Lafayette Anticipation associate curator Anna Colin talks to artist Tyler Coburn about Ergonomic Futures, a speculative project engaged with art, design, science, anthropology and writing. In this interview, Coburn discusses the research, production process and network of collaborators of a multilayered project ultimately concerned with the futures of humankind. Anna Colin: When one comes across your museum seats Ergonomic Futures (2016—) in contemporary art exhibitions—and soon in natural history, fine art, and anthropology museums—they look… [read more »]
Who am I supposed to look up to anymore? —Kim, 30
A: As females, we’re supposed to read/watch fem-genre entertainment. Let’s look past the gender-normative and diminutive titles we’ve given Chick Lit and Chick Flicks and instead look at the trends within these groupings and how they describe us. No longer are we choosing a SATC character to be, or a Liz vs. Jenna (or for the younger generation, a Liz Lee from My Life As Liz, and even younger still, Carrie Bradshaw, but the one from The Carrie Diairies), because everyone is a Carrie, or a Bridget Jones, everyone is the mythical Tina Fey, Lena Dunham, Rebel Wilson, and Kristen Wiig, and everyone is all the am-I-right-ladies standup comedy in the biggest grossing chick flicks, the underdog romances. Is this progress? It’s easy to say a female writer in a TV network of men withstands familiar trials and tribulations to the everywoman because every woman as a passionate dissatisfaction with her workplace, but it’s less easy to this character’s successes are very familiar at all, which means we’re simply identifying with self-deprecation.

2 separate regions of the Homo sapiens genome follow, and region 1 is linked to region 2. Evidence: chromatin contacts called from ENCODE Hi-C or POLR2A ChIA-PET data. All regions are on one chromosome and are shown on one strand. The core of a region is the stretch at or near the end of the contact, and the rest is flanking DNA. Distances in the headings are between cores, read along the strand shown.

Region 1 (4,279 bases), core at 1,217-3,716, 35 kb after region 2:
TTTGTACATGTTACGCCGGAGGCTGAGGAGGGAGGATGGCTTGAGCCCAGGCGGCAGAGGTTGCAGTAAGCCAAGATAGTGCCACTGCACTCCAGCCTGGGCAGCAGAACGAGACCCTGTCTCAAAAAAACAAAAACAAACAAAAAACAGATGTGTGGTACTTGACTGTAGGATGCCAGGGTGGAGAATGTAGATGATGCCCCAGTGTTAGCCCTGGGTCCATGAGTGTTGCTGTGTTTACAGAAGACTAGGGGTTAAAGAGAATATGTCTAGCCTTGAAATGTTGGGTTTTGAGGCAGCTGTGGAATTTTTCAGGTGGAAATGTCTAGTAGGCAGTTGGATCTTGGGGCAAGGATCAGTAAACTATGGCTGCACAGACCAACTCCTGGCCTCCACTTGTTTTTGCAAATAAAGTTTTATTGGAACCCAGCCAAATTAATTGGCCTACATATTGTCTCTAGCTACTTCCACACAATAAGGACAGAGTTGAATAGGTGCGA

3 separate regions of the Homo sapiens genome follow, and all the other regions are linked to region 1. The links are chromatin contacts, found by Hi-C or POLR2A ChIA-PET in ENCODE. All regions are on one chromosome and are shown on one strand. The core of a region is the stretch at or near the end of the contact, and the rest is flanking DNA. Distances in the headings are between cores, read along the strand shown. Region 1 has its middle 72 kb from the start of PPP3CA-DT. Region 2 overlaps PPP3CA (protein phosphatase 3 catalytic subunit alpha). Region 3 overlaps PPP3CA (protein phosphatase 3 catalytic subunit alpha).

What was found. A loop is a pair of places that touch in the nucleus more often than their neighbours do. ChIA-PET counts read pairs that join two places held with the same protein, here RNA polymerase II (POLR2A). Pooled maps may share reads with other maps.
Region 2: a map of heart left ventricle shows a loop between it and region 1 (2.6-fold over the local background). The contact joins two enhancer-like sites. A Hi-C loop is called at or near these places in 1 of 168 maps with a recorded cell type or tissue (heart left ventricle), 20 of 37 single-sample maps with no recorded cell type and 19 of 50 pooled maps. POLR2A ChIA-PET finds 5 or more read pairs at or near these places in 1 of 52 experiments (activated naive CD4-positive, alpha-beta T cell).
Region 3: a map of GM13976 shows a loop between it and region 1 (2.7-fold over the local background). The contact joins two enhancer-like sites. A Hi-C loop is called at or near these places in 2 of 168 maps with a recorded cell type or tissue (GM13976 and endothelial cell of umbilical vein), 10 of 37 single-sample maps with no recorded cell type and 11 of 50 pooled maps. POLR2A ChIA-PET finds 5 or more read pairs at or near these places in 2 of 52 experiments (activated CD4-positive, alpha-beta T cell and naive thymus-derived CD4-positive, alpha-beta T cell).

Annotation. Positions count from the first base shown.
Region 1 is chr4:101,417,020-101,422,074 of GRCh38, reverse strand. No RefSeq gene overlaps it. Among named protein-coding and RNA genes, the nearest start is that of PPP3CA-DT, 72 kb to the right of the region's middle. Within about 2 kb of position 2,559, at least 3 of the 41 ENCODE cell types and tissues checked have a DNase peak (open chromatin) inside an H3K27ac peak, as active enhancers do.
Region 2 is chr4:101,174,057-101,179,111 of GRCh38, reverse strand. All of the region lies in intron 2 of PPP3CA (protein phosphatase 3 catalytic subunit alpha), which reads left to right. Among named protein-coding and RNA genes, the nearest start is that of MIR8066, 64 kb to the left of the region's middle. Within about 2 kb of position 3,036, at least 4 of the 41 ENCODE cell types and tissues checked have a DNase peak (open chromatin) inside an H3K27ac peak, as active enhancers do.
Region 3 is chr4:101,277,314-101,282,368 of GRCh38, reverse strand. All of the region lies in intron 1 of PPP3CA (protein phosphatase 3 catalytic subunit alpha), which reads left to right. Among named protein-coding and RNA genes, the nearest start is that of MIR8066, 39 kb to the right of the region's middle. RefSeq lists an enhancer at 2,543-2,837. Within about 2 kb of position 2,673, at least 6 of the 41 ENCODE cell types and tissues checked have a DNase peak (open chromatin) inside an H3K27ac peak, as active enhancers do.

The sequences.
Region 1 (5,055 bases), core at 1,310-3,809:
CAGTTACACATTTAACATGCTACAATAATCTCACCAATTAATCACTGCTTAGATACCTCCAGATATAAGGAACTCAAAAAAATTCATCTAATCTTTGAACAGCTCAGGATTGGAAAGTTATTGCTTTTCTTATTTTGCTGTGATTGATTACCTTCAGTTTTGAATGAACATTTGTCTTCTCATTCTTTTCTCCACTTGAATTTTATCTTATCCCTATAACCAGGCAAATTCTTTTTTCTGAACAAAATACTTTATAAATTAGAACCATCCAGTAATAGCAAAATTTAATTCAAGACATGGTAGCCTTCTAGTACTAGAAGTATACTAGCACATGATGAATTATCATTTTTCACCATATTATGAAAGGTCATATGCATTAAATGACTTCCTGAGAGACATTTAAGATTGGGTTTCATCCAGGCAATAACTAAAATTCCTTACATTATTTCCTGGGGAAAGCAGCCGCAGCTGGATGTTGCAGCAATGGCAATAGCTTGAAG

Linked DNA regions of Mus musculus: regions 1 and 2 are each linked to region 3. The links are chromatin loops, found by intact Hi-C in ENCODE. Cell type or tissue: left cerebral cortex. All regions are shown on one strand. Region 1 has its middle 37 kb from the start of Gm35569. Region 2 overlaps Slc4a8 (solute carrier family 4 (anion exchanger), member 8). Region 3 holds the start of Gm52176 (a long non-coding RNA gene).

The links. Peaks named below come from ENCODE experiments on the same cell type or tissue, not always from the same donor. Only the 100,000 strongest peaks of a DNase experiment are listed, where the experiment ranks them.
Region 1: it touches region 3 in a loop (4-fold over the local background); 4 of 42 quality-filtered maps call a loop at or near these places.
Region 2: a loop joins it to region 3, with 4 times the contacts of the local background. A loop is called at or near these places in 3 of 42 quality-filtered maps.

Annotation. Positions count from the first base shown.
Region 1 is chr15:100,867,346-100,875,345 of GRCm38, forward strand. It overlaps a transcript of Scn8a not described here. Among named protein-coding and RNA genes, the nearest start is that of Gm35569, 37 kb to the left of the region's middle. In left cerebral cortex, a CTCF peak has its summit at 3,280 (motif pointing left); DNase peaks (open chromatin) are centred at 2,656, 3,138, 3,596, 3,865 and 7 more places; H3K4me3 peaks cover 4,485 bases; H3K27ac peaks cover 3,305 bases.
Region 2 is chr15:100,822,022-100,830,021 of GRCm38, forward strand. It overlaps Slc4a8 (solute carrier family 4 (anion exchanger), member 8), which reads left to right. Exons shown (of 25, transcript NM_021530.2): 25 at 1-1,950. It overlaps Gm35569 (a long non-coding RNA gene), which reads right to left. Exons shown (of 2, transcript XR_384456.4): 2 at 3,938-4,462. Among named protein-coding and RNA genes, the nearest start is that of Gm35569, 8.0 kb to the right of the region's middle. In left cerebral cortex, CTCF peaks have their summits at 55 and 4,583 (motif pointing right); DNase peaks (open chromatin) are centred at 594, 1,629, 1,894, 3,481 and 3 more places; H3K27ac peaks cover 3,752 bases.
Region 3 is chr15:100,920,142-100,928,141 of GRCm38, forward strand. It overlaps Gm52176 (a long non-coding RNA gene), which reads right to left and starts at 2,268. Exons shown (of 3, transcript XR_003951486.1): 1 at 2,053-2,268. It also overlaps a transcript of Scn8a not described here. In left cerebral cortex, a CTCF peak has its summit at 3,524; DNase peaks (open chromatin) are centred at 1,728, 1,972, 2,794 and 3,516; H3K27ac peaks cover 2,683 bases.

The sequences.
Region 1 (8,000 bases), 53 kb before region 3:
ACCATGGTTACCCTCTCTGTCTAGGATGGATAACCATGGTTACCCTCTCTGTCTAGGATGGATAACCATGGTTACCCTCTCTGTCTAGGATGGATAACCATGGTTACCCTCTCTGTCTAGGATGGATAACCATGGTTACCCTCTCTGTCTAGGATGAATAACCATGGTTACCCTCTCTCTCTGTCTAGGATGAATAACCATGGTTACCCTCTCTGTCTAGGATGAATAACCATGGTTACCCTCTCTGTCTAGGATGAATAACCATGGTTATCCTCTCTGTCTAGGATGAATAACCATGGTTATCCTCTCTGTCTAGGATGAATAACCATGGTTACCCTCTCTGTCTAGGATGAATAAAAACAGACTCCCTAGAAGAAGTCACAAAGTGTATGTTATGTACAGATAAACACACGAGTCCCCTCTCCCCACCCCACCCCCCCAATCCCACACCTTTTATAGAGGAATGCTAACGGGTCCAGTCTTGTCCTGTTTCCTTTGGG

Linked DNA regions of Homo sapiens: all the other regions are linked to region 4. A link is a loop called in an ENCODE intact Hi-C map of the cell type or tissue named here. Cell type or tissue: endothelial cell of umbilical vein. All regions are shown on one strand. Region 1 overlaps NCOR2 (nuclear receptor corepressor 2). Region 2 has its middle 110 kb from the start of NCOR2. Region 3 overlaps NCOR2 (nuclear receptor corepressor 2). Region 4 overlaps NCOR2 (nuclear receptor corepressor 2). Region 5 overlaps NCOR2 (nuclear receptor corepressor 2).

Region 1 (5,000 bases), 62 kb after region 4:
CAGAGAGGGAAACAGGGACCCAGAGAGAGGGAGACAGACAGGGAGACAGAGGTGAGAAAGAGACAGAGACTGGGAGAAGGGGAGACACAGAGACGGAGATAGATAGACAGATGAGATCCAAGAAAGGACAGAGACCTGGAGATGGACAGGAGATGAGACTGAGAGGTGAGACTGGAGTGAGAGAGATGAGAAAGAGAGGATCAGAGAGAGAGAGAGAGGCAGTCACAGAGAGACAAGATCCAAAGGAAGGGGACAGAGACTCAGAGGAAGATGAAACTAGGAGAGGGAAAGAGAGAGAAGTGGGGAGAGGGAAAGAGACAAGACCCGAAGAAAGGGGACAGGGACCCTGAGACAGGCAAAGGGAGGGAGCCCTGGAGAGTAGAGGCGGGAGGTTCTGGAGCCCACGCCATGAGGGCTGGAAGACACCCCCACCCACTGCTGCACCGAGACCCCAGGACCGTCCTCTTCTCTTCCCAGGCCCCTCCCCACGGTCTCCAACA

We’re calling ourselves Cathys, even if we’re hot. I mean, I’d more likely empathize with Cathy’s “AAACK!!” than with Carrie’s “So there I was…” even though I’m a writer in New York, and no longer an office assistant in the suburbs, but I’d rather not have to choose. I, for one, have never chosen Angelina or Jennifer. I like and dislike basic components of each female prototype. Angie has the drive and the exuberance of the bitchy goth in high school and Jenny has the optimism and evenhandedness of the rich cheerleader. Jolie also has the scary adoption/philanthropy thing and the quiet distaste for other women. She’s the action star, and even in Girl, Interrupted and Hackers she was mean to the other females. Aniston has the whole pouty-girl-next-door thing, which means she’s unlucky in love, too—she can’t find a man because he’s probably the asshole right under her nose. She’s a romantic comedy, a not-perfect but good enough option, like Rachel, who ended up with… Ross.